Justin Hancock, author of Talking To Teens About Sex, explains how to avoid stuttering about the birds and the bees
Get clued up on what's legal when it comes to contraception and sex for your teen.
Finding out your teen is already having sex can be a shock. Find out how best to handle the situation and support them.
There can be few more horrifying things than finding out that your child has been sexually victimised. In the conflicting and overwhelming welter of emotions that follows, how you respond can make an enormous difference to their ability to cope and recover. CEOP's Dr Elly Hanson looks at what parents typically go through and offers clear guidelines on the best and most supportive response.
Recent cases of grooming in Rotherham, Oxford and elsewhere have shocked parents and carers. Parents Against Child Sexual Exploitation, Pace, here share what they've learned about the signs of sexual exploitation and the steps parents can take to keep their children safe from unhealthy relationships and grooming.
CEOP explains how the abusers operate and what you can do to protect the children in your care.
How CEOP Command brought a gang of online sexual predators to justice - and how you can help your child if they have been groomed
A number of factors are more likely to make a child vulnerable to grooming and sexual exploitation. Here, CEOP's Dr Helen Whittle outlines what factors put a child at risk - and what kinds of things make a child resilient and offer protection.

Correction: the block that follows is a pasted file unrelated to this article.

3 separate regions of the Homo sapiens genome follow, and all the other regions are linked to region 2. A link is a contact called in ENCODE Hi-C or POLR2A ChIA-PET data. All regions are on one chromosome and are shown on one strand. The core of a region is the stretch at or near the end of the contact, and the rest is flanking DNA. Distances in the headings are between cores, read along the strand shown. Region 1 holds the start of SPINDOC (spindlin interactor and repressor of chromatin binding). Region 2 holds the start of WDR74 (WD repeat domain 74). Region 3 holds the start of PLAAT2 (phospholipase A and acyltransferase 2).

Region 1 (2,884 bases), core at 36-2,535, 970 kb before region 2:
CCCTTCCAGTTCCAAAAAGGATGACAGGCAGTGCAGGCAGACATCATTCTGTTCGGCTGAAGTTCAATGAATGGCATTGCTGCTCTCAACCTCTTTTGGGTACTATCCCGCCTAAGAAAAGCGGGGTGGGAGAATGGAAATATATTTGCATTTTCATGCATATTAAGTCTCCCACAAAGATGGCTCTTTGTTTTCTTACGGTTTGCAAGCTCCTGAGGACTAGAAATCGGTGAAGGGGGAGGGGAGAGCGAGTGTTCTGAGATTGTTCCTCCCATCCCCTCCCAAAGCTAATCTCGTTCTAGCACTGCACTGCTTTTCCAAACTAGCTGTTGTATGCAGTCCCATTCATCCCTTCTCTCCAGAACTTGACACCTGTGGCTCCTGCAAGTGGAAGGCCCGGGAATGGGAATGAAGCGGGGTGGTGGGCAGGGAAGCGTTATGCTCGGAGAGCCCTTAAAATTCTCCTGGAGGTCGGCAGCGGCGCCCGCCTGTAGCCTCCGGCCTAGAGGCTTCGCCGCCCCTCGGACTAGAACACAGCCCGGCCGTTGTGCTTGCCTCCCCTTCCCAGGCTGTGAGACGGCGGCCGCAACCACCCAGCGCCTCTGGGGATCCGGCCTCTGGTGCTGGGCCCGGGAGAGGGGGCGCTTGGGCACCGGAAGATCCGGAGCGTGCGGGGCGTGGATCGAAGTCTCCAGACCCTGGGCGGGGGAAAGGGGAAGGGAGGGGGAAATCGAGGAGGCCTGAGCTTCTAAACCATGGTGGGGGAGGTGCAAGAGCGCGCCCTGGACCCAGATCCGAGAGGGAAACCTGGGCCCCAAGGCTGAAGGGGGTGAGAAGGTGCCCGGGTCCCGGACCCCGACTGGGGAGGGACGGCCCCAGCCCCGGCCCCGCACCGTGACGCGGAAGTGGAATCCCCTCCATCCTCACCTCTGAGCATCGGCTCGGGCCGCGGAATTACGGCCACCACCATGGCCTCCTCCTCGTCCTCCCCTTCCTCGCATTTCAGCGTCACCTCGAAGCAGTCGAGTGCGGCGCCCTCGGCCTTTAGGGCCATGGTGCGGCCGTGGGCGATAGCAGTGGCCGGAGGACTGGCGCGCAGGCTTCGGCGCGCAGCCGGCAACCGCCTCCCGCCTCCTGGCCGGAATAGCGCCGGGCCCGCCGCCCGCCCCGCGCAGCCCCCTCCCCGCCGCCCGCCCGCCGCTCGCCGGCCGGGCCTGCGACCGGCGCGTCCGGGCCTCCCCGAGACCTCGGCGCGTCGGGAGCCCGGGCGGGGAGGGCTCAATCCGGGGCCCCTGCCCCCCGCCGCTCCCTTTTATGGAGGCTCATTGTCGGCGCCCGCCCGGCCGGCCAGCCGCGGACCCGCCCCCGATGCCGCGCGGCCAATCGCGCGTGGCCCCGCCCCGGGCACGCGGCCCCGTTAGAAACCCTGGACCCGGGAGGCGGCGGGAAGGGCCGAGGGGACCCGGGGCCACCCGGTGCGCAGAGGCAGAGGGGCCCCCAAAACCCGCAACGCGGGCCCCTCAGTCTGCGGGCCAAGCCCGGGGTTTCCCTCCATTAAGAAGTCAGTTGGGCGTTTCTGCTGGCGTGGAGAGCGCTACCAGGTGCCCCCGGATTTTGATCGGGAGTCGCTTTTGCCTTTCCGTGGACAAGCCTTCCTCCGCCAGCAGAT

Did you know that, on average, three children in every classroom have a diagnosable mental health issue?
How likely is your child to come across porn on the internet?
Your child is probably going to come across unwanted images online. Not an easy topic for discussion. So how do you broach the subject?
Why do young people self harm and what can you do to help them?
It can be extremely distressing to find out someone you love is self-harming. Consultant psychiatrist Dr Andrew Hill-Smith writes about how best to respond: what to say and when to hold back.
CEOP's film explains what they are, and what parents should know about them.
The internet is a wonderful resource for young people and offers unprecedented opportunities for connecting and learning. But it can also be scary. Many parents are afraid their children will be exposed to upsetting content or meet dangerous people online. What are the facts about online risk?
You’ve probably heard of public shaming. It’s a centuries-old punishment, for anything from a crime to someone doing something others feel is morally wrong. But what is online shaming? And how does it differ?
Support organisations for young people and parents who are concerned about what young people are having to deal with online.